The largest muscle of the buttocks, known as gluteus maximus is distinctive in comparison with other primates and has evolved due to postural changes from being quadrupeds to bipeds.
In humans, the gluteus maximus is attached to the dorsal ilium (hip bone) and due to its superior attachment, has increased leverage. In a morphological study comparing baboon’s hind legs, the gluteus maximus was found to have a relatively larger weight in humans. To maintain an upright position required for bipedalism this single joint muscle allows an increased force production.
Role of Gluteus Maximus
This muscle is important in many day-to-day activities such as walking, running and lifting, and plays a significant part in pelvic stability. Gluteus maximus has many different functions such as providing sacroiliac joint (SIJ) stability, strength during lifting and control in gait.
SIJ stability is provided by compression, by a self-bracing mechanism and provides very little movement that contributes for its primary function of load transfer from the trunk to legs. It also contributes to gait, and its ineffective functioning can compromise the gait cycle in many aspects.
Combating the Gluteus Maximus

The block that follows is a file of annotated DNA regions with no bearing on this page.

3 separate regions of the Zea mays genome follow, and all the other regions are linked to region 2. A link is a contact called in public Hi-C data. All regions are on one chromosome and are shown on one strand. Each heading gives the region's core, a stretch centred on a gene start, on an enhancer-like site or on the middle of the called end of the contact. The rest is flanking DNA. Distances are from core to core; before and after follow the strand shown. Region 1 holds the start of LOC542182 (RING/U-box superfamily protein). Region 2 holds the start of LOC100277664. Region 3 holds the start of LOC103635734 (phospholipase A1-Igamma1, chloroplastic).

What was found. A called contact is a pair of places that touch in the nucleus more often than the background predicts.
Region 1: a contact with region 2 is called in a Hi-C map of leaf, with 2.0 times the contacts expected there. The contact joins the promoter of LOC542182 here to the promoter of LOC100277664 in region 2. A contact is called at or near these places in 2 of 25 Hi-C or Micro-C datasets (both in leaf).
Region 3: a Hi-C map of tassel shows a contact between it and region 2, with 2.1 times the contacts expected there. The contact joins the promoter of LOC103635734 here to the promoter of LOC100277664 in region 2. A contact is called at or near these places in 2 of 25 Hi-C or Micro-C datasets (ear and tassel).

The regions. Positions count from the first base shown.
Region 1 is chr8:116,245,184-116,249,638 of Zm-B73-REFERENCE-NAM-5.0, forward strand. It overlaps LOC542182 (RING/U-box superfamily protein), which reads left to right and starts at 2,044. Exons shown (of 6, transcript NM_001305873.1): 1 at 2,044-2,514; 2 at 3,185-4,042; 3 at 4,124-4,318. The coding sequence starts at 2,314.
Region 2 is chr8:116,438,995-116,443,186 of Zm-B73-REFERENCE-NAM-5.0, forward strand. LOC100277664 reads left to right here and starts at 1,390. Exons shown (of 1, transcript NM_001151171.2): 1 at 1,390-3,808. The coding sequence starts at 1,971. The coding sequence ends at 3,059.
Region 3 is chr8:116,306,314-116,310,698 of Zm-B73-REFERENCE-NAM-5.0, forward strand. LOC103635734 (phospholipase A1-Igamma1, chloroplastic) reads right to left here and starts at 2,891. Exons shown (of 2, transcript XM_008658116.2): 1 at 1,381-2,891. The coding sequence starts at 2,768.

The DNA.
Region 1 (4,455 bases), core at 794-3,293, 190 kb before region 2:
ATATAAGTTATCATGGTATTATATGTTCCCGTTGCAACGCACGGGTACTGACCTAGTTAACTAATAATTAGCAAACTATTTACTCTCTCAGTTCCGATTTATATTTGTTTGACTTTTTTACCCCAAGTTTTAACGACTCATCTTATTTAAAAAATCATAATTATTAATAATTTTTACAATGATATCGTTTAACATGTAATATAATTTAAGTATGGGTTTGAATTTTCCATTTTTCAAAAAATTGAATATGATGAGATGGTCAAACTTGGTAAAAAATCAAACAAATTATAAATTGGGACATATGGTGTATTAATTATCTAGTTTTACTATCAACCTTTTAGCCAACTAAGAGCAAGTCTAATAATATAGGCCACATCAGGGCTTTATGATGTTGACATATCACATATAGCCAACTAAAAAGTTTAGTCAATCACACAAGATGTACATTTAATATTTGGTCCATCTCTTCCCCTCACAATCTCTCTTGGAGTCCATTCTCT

Alterations in functions and properties of gluteus maximus have been found in association with kinetic chain changes of the lower limb due to pain or injury.
For example, individual suffering from ankle sprain injury may show to have reduced activation levels of gluteus maximus, due to damage of the proprioceptive feedback loop via a lateral ankle sprain. It may alter postural control by changing muscle ring patterns in the lower limb muscles.
A strain or tear of the gluteus maximus is also possible mainly during athletic activities, like while playing dynamic sports that require running, jumping and quick accelerations. The strain, graded as minimal, moderate or severe, correspond roughly to the severity of symptoms and time frame for healing.
Healing of the Gluteus Maximus
Like any other muscle strain, a minimal strain will heal faster than a moderate or severe strain and it can typically be managed with a normal initial treatment programme like PRICE (Protection, Rest, Ice, Compression and Elevation) or RICE (Rest, Ice, Compression, and Elevation ) protocol.
If the strain is moderate to severe, or if there is difficulty moving the hip joint, it may be a more serious injury and you should consult your doctor/sports physiotherapist. A severe tear may require surgery.